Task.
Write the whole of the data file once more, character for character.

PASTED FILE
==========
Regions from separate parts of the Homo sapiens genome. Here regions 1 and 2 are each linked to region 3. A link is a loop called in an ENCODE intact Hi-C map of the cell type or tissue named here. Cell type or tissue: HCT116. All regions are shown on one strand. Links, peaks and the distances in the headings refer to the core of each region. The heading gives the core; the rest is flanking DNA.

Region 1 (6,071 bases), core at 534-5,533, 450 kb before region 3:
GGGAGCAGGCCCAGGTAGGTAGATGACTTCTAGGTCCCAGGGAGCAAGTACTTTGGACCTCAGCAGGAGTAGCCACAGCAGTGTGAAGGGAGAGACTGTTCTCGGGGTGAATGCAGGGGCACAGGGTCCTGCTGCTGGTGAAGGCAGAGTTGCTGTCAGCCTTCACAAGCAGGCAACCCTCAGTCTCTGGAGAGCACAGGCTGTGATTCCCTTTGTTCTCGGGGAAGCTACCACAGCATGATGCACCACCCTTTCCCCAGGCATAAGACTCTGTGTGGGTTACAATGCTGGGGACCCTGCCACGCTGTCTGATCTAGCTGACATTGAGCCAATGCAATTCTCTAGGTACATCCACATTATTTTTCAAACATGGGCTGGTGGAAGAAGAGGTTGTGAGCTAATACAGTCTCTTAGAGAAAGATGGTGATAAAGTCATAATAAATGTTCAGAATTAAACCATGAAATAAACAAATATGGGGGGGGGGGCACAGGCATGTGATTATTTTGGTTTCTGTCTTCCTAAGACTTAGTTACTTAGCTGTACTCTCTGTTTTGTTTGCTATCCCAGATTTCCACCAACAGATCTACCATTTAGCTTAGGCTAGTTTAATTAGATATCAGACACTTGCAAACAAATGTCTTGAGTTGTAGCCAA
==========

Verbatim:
Regions from separate parts of the Homo sapiens genome. Here regions 1 and 2 are each linked to region 3. A link is a loop called in an ENCODE intact Hi-C map of the cell type or tissue named here. Cell type or tissue: HCT116. All regions are shown on one strand. Links, peaks and the distances in the headings refer to the core of each region. The heading gives the core; the rest is flanking DNA.

Region 1 (6,071 bases), core at 534-5,533, 450 kb before region 3:
GGGAGCAGGCCCAGGTAGGTAGATGACTTCTAGGTCCCAGGGAGCAAGTACTTTGGACCTCAGCAGGAGTAGCCACAGCAGTGTGAAGGGAGAGACTGTTCTCGGGGTGAATGCAGGGGCACAGGGTCCTGCTGCTGGTGAAGGCAGAGTTGCTGTCAGCCTTCACAAGCAGGCAACCCTCAGTCTCTGGAGAGCACAGGCTGTGATTCCCTTTGTTCTCGGGGAAGCTACCACAGCATGATGCACCACCCTTTCCCCAGGCATAAGACTCTGTGTGGGTTACAATGCTGGGGACCCTGCCACGCTGTCTGATCTAGCTGACATTGAGCCAATGCAATTCTCTAGGTACATCCACATTATTTTTCAAACATGGGCTGGTGGAAGAAGAGGTTGTGAGCTAATACAGTCTCTTAGAGAAAGATGGTGATAAAGTCATAATAAATGTTCAGAATTAAACCATGAAATAAACAAATATGGGGGGGGGGGCACAGGCATGTGATTATTTTGGTTTCTGTCTTCCTAAGACTTAGTTACTTAGCTGTACTCTCTGTTTTGTTTGCTATCCCAGATTTCCACCAACAGATCTACCATTTAGCTTAGGCTAGTTTAATTAGATATCAGACACTTGCAAACAAATGTCTTGAGTTGTAGCCAA